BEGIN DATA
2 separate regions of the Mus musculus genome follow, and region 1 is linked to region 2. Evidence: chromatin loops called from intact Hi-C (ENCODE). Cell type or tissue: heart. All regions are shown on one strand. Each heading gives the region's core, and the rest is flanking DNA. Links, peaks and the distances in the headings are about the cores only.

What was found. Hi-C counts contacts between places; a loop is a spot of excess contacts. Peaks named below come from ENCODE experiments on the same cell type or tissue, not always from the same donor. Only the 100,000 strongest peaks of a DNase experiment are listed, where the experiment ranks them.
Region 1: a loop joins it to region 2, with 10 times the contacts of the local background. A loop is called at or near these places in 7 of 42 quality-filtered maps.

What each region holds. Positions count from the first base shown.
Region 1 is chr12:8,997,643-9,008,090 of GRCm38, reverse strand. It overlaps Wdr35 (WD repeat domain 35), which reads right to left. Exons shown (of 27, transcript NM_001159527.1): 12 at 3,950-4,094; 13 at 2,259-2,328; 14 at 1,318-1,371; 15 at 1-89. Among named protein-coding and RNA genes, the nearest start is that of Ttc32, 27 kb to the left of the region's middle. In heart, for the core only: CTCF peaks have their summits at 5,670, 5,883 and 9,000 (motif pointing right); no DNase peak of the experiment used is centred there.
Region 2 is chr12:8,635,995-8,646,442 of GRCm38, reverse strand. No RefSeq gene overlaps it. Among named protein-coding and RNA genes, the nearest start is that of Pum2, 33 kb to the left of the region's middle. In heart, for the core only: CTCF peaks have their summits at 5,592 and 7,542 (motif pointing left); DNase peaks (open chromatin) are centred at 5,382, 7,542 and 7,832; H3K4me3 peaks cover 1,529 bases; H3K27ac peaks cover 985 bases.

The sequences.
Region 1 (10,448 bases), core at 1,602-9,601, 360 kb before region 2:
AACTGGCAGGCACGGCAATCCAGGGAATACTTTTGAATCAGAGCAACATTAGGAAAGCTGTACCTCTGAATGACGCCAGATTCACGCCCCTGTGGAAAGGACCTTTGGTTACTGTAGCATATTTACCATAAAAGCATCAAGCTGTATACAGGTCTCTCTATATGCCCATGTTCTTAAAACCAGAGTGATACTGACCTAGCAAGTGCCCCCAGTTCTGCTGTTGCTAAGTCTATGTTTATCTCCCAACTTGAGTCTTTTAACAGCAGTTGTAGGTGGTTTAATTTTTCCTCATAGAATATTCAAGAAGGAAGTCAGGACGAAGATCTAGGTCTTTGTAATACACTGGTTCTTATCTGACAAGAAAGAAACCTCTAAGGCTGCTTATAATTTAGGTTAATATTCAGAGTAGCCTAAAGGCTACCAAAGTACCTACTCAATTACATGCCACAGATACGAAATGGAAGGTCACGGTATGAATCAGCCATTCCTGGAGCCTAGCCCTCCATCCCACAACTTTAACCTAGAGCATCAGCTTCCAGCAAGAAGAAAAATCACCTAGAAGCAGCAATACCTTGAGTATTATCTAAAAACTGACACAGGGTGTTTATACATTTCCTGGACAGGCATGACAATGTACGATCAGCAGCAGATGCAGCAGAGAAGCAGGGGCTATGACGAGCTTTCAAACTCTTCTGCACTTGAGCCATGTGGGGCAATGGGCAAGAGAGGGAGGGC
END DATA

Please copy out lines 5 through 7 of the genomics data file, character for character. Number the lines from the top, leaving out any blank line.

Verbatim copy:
Region 1 is chr12:8,997,643-9,008,090 of GRCm38, reverse strand. It overlaps Wdr35 (WD repeat domain 35), which reads right to left. Exons shown (of 27, transcript NM_001159527.1): 12 at 3,950-4,094; 13 at 2,259-2,328; 14 at 1,318-1,371; 15 at 1-89. Among named protein-coding and RNA genes, the nearest start is that of Ttc32, 27 kb to the left of the region's middle. In heart, for the core only: CTCF peaks have their summits at 5,670, 5,883 and 9,000 (motif pointing right); no DNase peak of the experiment used is centred there.
Region 2 is chr12:8,635,995-8,646,442 of GRCm38, reverse strand. No RefSeq gene overlaps it. Among named protein-coding and RNA genes, the nearest start is that of Pum2, 33 kb to the left of the region's middle. In heart, for the core only: CTCF peaks have their summits at 5,592 and 7,542 (motif pointing left); DNase peaks (open chromatin) are centred at 5,382, 7,542 and 7,832; H3K4me3 peaks cover 1,529 bases; H3K27ac peaks cover 985 bases.

The sequences.